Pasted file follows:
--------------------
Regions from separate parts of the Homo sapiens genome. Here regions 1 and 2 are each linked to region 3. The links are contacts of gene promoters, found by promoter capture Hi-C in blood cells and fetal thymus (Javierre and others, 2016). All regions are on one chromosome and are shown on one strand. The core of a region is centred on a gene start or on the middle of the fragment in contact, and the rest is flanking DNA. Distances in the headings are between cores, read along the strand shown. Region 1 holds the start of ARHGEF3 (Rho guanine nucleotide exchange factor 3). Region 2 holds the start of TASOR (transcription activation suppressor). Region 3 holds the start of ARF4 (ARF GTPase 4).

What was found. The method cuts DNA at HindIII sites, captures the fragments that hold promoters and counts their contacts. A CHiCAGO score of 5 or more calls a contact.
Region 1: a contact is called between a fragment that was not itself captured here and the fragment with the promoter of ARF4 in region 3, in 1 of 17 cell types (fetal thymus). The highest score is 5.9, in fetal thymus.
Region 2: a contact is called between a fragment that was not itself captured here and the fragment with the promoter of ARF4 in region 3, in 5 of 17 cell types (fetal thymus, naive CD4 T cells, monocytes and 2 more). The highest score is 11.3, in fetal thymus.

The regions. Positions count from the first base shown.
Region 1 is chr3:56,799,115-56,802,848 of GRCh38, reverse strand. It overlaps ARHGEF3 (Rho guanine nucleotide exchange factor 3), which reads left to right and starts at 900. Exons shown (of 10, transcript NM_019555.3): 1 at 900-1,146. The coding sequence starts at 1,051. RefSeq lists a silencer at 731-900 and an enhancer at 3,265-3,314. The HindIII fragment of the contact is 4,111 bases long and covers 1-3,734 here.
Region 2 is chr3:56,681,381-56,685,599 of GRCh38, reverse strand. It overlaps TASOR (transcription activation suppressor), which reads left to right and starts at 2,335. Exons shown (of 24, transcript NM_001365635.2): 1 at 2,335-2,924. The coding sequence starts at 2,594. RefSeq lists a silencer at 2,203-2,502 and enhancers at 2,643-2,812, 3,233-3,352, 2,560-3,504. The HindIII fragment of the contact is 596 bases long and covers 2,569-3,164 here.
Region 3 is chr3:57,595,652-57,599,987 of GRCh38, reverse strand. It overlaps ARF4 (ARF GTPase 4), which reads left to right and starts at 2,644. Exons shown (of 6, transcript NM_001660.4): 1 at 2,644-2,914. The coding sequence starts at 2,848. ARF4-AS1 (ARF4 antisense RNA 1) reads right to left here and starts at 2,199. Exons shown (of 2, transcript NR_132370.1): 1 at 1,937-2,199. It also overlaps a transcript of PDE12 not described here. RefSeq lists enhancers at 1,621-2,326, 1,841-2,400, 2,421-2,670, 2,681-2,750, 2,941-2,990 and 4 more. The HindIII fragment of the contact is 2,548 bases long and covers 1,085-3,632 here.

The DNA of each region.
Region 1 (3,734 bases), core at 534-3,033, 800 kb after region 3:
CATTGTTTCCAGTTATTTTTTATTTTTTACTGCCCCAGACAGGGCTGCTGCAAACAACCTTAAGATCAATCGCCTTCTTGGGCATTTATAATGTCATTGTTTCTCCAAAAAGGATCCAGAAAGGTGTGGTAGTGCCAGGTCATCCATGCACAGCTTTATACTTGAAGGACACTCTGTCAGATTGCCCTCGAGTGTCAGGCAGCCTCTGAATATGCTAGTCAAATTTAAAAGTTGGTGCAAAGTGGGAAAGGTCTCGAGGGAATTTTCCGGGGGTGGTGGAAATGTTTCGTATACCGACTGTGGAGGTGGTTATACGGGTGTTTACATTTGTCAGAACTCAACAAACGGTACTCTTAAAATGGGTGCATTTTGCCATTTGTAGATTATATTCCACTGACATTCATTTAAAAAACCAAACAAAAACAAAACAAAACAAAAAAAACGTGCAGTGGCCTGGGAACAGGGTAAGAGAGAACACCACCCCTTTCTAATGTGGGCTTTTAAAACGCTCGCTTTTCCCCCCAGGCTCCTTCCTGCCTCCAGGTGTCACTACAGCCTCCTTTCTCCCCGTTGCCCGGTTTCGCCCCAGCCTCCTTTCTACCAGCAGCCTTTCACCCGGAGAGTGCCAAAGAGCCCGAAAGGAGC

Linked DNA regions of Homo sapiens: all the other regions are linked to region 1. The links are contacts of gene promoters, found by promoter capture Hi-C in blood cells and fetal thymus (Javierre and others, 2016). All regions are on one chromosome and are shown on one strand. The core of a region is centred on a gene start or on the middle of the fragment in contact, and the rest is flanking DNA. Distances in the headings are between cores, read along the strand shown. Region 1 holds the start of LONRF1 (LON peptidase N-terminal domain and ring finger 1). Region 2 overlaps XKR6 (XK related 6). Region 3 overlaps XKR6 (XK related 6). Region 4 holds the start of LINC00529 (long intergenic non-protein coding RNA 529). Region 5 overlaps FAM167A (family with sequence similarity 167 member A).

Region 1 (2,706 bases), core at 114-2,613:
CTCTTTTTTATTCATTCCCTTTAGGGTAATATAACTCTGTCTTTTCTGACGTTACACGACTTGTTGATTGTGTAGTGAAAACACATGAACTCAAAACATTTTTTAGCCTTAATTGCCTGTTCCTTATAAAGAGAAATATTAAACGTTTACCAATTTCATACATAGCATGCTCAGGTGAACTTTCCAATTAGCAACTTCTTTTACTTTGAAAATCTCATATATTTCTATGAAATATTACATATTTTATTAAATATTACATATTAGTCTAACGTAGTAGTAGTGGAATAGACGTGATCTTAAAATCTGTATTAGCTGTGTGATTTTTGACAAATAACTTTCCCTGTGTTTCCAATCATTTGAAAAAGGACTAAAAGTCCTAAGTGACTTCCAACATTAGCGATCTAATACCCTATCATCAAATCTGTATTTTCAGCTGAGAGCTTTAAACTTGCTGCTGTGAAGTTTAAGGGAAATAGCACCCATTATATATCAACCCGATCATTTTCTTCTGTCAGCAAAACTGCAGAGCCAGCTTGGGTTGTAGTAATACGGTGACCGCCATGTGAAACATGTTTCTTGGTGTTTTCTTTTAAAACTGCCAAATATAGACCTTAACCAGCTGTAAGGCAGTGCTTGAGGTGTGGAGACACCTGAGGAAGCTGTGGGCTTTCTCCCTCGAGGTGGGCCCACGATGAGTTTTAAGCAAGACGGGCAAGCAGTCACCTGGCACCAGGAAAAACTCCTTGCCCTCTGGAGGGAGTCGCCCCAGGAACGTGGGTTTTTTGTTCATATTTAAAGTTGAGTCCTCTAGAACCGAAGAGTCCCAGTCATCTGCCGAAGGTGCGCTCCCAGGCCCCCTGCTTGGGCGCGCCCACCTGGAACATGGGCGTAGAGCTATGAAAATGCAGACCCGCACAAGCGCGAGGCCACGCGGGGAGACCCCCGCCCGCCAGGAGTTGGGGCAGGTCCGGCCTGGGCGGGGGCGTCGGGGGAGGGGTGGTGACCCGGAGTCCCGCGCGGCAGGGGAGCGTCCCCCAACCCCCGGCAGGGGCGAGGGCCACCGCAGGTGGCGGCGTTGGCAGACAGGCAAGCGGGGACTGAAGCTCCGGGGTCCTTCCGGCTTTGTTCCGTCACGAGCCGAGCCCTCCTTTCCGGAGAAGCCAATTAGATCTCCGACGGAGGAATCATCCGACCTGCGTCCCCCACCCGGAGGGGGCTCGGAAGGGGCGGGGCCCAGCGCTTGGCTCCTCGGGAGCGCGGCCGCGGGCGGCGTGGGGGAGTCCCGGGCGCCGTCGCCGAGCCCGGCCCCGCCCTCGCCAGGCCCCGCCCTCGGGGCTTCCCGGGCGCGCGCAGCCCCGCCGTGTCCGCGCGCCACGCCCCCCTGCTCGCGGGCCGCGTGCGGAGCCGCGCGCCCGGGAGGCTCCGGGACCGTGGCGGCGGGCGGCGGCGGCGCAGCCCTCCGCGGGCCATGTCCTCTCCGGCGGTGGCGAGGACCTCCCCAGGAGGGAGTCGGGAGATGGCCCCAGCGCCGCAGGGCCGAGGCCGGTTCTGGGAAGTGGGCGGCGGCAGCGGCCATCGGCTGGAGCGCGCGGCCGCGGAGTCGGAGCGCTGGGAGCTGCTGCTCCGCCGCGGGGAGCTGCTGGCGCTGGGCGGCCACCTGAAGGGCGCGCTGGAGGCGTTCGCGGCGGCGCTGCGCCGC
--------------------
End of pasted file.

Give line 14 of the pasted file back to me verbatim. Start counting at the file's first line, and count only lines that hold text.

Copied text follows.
CTCTTTTTTATTCATTCCCTTTAGGGTAATATAACTCTGTCTTTTCTGACGTTACACGACTTGTTGATTGTGTAGTGAAAACACATGAACTCAAAACATTTTTTAGCCTTAATTGCCTGTTCCTTATAAAGAGAAATATTAAACGTTTACCAATTTCATACATAGCATGCTCAGGTGAACTTTCCAATTAGCAACTTCTTTTACTTTGAAAATCTCATATATTTCTATGAAATATTACATATTTTATTAAATATTACATATTAGTCTAACGTAGTAGTAGTGGAATAGACGTGATCTTAAAATCTGTATTAGCTGTGTGATTTTTGACAAATAACTTTCCCTGTGTTTCCAATCATTTGAAAAAGGACTAAAAGTCCTAAGTGACTTCCAACATTAGCGATCTAATACCCTATCATCAAATCTGTATTTTCAGCTGAGAGCTTTAAACTTGCTGCTGTGAAGTTTAAGGGAAATAGCACCCATTATATATCAACCCGATCATTTTCTTCTGTCAGCAAAACTGCAGAGCCAGCTTGGGTTGTAGTAATACGGTGACCGCCATGTGAAACATGTTTCTTGGTGTTTTCTTTTAAAACTGCCAAATATAGACCTTAACCAGCTGTAAGGCAGTGCTTGAGGTGTGGAGACACCTGAGGAAGCTGTGGGCTTTCTCCCTCGAGGTGGGCCCACGATGAGTTTTAAGCAAGACGGGCAAGCAGTCACCTGGCACCAGGAAAAACTCCTTGCCCTCTGGAGGGAGTCGCCCCAGGAACGTGGGTTTTTTGTTCATATTTAAAGTTGAGTCCTCTAGAACCGAAGAGTCCCAGTCATCTGCCGAAGGTGCGCTCCCAGGCCCCCTGCTTGGGCGCGCCCACCTGGAACATGGGCGTAGAGCTATGAAAATGCAGACCCGCACAAGCGCGAGGCCACGCGGGGAGACCCCCGCCCGCCAGGAGTTGGGGCAGGTCCGGCCTGGGCGGGGGCGTCGGGGGAGGGGTGGTGACCCGGAGTCCCGCGCGGCAGGGGAGCGTCCCCCAACCCCCGGCAGGGGCGAGGGCCACCGCAGGTGGCGGCGTTGGCAGACAGGCAAGCGGGGACTGAAGCTCCGGGGTCCTTCCGGCTTTGTTCCGTCACGAGCCGAGCCCTCCTTTCCGGAGAAGCCAATTAGATCTCCGACGGAGGAATCATCCGACCTGCGTCCCCCACCCGGAGGGGGCTCGGAAGGGGCGGGGCCCAGCGCTTGGCTCCTCGGGAGCGCGGCCGCGGGCGGCGTGGGGGAGTCCCGGGCGCCGTCGCCGAGCCCGGCCCCGCCCTCGCCAGGCCCCGCCCTCGGGGCTTCCCGGGCGCGCGCAGCCCCGCCGTGTCCGCGCGCCACGCCCCCCTGCTCGCGGGCCGCGTGCGGAGCCGCGCGCCCGGGAGGCTCCGGGACCGTGGCGGCGGGCGGCGGCGGCGCAGCCCTCCGCGGGCCATGTCCTCTCCGGCGGTGGCGAGGACCTCCCCAGGAGGGAGTCGGGAGATGGCCCCAGCGCCGCAGGGCCGAGGCCGGTTCTGGGAAGTGGGCGGCGGCAGCGGCCATCGGCTGGAGCGCGCGGCCGCGGAGTCGGAGCGCTGGGAGCTGCTGCTCCGCCGCGGGGAGCTGCTGGCGCTGGGCGGCCACCTGAAGGGCGCGCTGGAGGCGTTCGCGGCGGCGCTGCGCCGC